Grand strategy especially affects international relations especially within the country that’s implementing it. For instance, there are three grand strategies the United States may pursue: primacy, offshore balancing, and liberal internationalism. The best sequence for the United States to take would be to mix both offshore balancing and liberal internationalism grand strategies.4 The reasoning of grand strategy fusion is that liberal internationalism locks rivals into an open and rules-based system, whilst offshore balancing lets the United States preserve an over-the-horizon military stance and use it should the prior fail. Whereas primacy is founded on the fact that the United States is best aided by protecting its allies rather than having them do it for themselves, offshore balancers believe a balance of power approach allocates the costs and risks of defending allies. An offshore balancing strategy would allow the United States to suspend from its present global military commitments and assume an over-the-horizon military posture. The rationale being that withdrawal resolves many issues related to the issue of hegemony but permits the United States to re-insert its military should a regional balance structure fail. Much of the power the United States has today is in large part thanks to liberal internationalism, though 5 argues that this liberal internationalism has been fused with primacy where liberal internationalism creates a foundation in which states can be involved in reciprocity and institutionalized cooperation.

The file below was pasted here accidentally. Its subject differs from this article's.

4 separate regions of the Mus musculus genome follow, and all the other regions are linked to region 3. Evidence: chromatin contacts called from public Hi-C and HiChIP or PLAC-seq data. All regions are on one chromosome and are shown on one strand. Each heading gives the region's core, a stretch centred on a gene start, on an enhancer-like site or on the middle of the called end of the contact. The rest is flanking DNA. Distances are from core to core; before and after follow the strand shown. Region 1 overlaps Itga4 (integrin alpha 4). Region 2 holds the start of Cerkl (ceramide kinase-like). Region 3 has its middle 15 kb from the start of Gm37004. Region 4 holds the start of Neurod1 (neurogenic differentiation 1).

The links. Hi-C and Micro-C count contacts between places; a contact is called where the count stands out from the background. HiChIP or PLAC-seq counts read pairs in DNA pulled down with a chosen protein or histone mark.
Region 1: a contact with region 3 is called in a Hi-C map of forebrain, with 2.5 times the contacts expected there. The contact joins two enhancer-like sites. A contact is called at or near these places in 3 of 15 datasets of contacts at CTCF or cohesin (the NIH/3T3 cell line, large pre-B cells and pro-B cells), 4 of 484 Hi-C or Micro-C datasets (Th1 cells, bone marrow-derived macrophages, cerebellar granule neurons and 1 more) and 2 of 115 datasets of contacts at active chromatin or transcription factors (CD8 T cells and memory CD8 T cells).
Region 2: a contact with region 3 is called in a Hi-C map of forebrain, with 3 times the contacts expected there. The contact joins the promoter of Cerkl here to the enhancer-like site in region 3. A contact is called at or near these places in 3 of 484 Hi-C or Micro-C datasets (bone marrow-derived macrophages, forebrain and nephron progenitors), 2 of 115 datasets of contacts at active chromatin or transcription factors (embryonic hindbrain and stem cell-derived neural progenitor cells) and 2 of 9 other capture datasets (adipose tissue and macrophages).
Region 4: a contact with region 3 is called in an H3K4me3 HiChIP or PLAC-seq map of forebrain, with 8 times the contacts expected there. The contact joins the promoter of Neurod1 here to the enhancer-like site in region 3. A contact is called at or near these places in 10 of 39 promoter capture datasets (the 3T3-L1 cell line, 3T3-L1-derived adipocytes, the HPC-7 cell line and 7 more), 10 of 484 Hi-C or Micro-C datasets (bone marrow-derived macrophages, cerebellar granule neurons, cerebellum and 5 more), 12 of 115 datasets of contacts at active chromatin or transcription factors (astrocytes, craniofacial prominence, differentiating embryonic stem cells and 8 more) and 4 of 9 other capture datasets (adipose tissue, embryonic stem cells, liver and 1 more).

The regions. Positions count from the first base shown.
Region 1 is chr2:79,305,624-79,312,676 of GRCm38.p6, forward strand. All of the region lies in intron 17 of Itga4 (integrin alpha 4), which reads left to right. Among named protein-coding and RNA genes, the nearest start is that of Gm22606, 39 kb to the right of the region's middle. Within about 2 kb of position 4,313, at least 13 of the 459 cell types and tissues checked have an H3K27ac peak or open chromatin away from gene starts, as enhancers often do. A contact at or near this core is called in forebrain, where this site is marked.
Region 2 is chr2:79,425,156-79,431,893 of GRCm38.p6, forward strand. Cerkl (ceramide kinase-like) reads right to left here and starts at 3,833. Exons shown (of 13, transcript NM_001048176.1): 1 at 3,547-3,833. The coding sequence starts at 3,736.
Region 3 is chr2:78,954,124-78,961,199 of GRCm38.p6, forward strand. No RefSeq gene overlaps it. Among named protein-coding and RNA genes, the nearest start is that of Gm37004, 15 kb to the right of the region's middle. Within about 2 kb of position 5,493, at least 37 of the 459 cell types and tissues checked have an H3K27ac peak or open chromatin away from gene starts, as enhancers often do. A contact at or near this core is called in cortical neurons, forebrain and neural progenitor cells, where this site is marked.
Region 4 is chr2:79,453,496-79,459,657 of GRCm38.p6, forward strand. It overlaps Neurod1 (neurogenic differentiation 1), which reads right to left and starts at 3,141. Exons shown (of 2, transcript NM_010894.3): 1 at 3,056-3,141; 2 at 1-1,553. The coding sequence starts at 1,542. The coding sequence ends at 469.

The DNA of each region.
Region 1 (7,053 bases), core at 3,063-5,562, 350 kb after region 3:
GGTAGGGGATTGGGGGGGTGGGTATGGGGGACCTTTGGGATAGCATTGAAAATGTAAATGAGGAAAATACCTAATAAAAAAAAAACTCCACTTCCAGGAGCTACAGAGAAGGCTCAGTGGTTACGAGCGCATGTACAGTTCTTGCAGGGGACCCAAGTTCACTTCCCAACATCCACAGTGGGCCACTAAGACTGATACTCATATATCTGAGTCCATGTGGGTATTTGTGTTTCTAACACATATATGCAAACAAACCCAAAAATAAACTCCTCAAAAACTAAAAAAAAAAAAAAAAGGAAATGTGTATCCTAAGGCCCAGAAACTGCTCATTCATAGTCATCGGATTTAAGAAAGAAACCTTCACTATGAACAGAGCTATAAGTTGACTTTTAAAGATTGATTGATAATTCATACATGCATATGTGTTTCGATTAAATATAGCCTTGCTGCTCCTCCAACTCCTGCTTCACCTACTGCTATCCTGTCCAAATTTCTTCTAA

IV. Does Lebanon Have a Grand Strategy?
Lebanon is a consociational democracy, which is one of the most flawed forms of democracy to exist, where its only advantage is to prevent a civil war. That is why it does not have a definite Grand Strategy. For example, it took the government 3 years to agree on a budget. 3 years. That is a problem within the system. Now imagine them having to create a Grand Strategy and put a long term objective, it is never going to work since each group has a different vision.
- Kaplan,Robert. Michael J. Zak Grand Strategy Lecture Featuring Robert D. Kaplan. March 2018
- Krowley,Leigh. US Grand Strategy Options. June 2013
- Sibii,Razvan. Grand Strategy. January 2017
- Van Hooft,Paul. Grand Strategy. August 2017
- Brands,Hal. American Grand Strategy and the Liberal Order. 2016